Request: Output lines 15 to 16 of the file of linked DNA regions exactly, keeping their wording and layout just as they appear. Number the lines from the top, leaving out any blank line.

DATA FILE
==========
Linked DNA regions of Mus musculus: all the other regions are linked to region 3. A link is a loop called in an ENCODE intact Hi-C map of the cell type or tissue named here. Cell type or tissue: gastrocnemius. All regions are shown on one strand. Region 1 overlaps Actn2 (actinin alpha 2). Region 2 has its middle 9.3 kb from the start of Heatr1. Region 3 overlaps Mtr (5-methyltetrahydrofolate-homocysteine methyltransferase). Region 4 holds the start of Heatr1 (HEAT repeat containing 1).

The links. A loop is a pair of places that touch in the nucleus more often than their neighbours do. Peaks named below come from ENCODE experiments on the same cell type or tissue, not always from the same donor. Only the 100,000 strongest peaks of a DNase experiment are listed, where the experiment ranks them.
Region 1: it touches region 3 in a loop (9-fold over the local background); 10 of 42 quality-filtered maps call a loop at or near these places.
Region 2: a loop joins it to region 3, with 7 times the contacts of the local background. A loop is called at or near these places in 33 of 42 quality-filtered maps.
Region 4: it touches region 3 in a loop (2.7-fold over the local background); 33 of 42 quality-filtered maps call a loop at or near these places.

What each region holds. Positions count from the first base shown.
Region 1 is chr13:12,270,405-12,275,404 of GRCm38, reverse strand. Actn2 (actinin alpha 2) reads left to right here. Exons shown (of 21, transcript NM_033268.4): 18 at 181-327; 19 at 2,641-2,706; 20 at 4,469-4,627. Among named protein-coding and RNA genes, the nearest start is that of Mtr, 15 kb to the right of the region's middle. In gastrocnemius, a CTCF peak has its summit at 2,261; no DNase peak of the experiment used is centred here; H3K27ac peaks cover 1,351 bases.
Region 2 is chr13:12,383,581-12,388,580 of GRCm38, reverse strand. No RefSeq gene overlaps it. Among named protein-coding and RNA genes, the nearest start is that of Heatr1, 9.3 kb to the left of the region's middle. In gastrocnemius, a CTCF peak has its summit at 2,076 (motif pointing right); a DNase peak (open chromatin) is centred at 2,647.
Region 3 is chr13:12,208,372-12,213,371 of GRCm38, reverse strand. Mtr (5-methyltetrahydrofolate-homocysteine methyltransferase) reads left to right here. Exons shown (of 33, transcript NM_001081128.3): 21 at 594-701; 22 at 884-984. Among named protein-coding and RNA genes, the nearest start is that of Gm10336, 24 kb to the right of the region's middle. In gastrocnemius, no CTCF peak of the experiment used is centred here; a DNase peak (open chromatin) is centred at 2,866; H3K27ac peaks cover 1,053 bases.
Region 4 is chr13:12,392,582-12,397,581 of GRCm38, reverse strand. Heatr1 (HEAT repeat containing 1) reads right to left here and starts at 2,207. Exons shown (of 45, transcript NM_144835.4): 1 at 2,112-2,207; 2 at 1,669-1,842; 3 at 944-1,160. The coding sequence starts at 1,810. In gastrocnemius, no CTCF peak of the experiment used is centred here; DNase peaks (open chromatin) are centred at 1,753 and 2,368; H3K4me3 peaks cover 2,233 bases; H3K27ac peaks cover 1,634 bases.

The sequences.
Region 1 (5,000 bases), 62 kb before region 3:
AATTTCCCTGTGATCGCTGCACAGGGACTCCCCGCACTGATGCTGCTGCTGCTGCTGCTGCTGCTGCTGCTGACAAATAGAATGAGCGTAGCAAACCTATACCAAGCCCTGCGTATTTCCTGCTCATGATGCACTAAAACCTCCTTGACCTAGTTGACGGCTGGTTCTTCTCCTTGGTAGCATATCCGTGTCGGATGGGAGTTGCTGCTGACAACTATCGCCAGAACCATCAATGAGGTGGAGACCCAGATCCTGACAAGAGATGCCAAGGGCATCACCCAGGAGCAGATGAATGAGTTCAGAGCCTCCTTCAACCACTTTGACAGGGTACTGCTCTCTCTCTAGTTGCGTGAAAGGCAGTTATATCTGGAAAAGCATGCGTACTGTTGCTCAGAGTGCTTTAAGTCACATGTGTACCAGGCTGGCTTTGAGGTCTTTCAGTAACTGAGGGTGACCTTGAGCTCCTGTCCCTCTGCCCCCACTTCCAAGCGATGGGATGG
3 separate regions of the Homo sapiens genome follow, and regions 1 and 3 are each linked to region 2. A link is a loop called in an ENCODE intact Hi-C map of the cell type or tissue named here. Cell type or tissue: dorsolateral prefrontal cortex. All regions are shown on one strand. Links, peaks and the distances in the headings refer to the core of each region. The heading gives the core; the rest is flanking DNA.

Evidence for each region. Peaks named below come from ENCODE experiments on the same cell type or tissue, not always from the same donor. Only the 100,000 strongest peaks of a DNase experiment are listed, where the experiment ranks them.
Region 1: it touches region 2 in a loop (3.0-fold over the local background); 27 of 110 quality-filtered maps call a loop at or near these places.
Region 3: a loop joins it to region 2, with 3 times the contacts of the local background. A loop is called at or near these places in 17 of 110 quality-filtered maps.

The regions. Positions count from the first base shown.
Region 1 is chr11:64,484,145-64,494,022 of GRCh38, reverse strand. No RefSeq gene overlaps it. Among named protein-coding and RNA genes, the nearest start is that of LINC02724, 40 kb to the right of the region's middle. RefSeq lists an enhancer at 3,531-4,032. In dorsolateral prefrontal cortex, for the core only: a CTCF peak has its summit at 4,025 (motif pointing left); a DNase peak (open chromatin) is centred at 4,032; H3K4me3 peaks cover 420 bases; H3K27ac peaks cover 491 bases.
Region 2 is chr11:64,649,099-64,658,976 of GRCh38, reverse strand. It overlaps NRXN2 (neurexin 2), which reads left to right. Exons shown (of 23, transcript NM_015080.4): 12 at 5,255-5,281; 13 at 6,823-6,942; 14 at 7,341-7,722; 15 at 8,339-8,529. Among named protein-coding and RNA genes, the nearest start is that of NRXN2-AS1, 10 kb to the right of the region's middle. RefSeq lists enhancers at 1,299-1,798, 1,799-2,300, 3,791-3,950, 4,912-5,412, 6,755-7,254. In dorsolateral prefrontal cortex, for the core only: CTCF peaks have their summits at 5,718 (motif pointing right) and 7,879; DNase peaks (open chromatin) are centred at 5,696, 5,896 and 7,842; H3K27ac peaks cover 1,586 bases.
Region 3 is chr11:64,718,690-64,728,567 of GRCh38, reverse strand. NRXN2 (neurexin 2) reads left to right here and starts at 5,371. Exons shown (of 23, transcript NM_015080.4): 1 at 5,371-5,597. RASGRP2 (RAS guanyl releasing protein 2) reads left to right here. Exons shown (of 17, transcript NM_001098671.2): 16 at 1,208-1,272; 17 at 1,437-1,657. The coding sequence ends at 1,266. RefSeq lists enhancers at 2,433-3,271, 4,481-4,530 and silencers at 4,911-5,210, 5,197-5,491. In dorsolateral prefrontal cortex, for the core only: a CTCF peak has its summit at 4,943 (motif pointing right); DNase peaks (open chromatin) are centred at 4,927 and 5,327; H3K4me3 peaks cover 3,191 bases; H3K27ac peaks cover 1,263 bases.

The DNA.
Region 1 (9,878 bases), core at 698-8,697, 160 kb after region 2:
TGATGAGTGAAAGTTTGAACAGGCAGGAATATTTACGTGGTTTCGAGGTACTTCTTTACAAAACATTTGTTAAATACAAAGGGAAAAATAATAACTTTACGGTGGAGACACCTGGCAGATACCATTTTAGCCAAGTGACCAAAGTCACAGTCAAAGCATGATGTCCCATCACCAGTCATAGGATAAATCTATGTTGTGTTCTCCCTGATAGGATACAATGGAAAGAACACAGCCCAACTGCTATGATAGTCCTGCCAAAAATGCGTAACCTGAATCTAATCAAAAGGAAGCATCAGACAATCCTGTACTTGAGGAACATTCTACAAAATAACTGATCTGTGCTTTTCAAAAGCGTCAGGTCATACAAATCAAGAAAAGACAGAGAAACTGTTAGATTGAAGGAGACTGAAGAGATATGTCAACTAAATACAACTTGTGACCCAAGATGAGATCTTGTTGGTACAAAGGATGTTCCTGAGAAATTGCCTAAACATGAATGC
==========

Evidence for each region. Peaks named below come from ENCODE experiments on the same cell type or tissue, not always from the same donor. Only the 100,000 strongest peaks of a DNase experiment are listed, where the experiment ranks them.
Region 1: it touches region 2 in a loop (3.0-fold over the local background); 27 of 110 quality-filtered maps call a loop at or near these places.